Oregon State University conducted research2 to analyze readmission rates in rural and urban communities and how access to a pharmacy may play a role. All hospitals in the state of Oregon participated.

 

The study found that readmission rates are higher in rural areas, averaging 15.3% compared to 14.7% in urban areas which may seem negligible, but when hospital readmission rates are a national problem costing $17 billion, that .06% difference is significant. In addition, the study found that communities near urban hospitals were more likely to have access to a pharmacy compared to communities near a rural hospital.

 

David Lee, an assistant professor in the Oregon Health & Science University College of Pharmacy said, “This research shows that pharmacy access can help people from going back to the hospital. For older populations who often find hospital experiences quite exhausting, that's extremely important to their overall health.”

 

One study3 found that the number of pharmacies in the U.S. is actually increasing. However, there is substantial variation across counties. Counties in the highest quintile had nearly three-fold more pharmacies than counties in the lowest quintile and “counties in the lowest quintile appear to cluster in the Pacific West, Southwest and Great Lakes regions…”

 

The same study also found that chain pharmacies predominate in the Northeast and Western regions. While chain pharmacies had a higher proportion than any other pharmacy type open for 24 hours (10.7%) or offering a drive-up window (23.9%), chain pharmacies were significantly less likely than independent pharmacies to report offering home delivery, or multilingual staff (6.2% vs. 64.2%). These findings indicate that although there is a large portion of chain pharmacies in these regions, chain pharmacies are lacking in service offerings that can be particularly important to rural and lower socioeconomic communities.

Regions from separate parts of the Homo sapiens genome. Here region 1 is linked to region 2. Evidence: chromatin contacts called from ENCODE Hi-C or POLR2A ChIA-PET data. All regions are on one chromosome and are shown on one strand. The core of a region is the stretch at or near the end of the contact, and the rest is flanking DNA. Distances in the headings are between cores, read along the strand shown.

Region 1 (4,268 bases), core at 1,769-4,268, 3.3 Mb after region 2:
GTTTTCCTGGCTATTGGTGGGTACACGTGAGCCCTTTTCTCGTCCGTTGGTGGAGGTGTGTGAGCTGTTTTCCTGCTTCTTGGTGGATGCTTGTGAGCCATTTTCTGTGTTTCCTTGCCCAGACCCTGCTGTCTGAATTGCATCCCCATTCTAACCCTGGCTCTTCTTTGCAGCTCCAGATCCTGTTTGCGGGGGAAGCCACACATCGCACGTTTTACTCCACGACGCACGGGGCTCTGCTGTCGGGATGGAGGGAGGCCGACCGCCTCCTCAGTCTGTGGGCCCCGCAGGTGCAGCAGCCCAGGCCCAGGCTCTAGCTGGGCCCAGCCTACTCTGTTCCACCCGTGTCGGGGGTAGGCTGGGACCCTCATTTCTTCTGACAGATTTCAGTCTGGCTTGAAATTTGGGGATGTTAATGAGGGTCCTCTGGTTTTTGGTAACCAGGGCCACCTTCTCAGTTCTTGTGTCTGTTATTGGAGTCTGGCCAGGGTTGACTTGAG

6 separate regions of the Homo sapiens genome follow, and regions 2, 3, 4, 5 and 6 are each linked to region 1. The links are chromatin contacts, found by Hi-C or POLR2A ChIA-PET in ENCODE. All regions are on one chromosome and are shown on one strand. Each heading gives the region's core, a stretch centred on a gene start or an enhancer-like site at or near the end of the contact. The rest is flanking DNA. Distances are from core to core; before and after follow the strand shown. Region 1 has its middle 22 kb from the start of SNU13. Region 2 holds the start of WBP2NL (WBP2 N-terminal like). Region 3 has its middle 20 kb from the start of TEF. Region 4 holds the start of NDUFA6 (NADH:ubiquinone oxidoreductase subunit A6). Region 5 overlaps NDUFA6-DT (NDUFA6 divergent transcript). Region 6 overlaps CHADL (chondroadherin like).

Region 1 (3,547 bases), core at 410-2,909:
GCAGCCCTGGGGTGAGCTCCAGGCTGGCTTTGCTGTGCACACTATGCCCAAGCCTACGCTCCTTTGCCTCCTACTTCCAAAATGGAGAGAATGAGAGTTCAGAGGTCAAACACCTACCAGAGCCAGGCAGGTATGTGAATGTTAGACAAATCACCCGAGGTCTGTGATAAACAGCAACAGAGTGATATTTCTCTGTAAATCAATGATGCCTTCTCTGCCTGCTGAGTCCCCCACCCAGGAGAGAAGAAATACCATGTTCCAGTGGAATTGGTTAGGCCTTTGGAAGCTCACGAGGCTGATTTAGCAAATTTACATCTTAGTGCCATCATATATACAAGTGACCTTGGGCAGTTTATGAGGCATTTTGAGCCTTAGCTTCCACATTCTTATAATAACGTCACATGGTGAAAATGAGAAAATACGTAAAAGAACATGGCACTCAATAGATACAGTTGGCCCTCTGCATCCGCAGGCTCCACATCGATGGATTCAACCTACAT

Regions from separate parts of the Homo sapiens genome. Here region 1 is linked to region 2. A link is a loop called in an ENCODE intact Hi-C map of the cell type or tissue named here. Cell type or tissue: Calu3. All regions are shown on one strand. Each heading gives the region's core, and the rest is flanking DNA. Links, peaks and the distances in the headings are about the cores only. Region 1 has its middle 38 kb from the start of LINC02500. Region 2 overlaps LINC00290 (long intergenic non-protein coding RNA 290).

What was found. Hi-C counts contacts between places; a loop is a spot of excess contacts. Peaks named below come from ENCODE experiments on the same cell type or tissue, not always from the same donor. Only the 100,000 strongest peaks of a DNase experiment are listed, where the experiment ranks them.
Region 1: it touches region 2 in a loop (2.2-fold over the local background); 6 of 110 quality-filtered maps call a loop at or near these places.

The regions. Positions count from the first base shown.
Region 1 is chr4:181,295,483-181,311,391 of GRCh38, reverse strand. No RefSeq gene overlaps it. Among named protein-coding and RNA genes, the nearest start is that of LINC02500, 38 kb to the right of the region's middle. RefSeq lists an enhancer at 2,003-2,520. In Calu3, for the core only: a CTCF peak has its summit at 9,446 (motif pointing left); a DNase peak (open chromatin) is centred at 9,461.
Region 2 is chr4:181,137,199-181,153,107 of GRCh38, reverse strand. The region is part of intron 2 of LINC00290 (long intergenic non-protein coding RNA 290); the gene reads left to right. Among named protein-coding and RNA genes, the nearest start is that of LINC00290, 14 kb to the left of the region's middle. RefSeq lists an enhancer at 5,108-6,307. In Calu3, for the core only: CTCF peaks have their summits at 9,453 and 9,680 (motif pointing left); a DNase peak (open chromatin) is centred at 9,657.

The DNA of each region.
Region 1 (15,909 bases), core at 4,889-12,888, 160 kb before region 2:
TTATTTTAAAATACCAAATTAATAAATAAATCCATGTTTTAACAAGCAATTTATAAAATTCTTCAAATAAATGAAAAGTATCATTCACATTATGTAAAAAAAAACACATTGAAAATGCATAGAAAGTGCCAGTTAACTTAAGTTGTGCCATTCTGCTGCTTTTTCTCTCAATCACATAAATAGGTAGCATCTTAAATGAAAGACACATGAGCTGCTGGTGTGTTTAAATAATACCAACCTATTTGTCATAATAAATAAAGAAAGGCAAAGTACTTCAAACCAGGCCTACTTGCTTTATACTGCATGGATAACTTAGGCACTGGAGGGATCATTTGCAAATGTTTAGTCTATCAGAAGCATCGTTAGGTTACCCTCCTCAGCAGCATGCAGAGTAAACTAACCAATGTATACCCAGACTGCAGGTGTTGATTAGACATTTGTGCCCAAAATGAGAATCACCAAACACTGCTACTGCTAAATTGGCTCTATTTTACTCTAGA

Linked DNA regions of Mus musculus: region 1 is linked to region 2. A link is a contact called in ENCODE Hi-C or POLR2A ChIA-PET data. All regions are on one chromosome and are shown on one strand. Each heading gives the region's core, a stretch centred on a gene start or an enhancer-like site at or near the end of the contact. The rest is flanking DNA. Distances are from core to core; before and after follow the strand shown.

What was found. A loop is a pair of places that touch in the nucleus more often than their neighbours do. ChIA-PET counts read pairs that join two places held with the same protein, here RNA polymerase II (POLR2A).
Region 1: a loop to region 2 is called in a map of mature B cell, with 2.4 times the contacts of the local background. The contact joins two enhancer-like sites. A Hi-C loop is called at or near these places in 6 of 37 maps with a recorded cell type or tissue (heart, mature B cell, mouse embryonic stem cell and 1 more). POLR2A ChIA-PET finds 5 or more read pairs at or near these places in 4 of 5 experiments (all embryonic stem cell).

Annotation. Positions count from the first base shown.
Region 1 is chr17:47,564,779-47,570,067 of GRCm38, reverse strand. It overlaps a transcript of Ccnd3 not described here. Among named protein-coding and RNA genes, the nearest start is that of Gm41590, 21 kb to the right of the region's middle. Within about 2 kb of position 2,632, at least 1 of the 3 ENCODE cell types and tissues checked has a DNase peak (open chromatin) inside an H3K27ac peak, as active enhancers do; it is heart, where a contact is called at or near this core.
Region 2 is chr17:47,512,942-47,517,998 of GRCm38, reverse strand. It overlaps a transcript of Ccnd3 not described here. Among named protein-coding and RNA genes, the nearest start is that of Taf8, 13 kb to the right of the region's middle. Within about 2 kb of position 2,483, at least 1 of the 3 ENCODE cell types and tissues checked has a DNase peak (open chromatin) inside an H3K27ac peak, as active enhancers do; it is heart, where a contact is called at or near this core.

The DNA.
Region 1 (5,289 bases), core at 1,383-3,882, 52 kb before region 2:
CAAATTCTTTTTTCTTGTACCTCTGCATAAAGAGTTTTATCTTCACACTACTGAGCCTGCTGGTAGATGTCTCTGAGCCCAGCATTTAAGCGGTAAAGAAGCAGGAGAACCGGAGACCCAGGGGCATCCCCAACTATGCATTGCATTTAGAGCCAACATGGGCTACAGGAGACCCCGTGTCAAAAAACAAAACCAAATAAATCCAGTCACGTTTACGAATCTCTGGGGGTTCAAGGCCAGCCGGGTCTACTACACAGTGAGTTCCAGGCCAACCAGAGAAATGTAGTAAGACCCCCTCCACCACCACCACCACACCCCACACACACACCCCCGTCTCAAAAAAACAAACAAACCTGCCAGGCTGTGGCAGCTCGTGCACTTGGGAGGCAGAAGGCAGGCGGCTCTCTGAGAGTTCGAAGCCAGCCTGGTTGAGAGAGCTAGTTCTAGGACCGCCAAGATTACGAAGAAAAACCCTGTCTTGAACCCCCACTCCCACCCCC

Addressing the Pharmacy Access Problem

With a growing aging population, pharmacy access and Pharmacy Deserts are a concern. The United States Census Bureau found:

  • Nearly 40% of people 65 and older have at least one realized disability.
  • Two-thirds of the 15.7 million people that were identified as having at least one disability, reported having trouble walking or climbing.
  • Difficulty with independent living, such as visiting a doctor’s office, was the second most cited disability.

For many, the ability to drive and even access reliable or public transportation has been cited as a barrier to accessing care. In order to better accommodate people experiencing pharmacy access issues, alternative methods such as home delivery of medications will become increasingly important to help combat this national issue.

 

 

Companies like PillPack, an Amazon company have developed new ways to simplify the process of getting medicine to patients in a way that suits their needs. With convenient dose packaging and home delivery, patients in both rural and urban communities can get their medications in a convenient system without having to leave prescriptions unfilled or worry about how they will get to the pharmacy.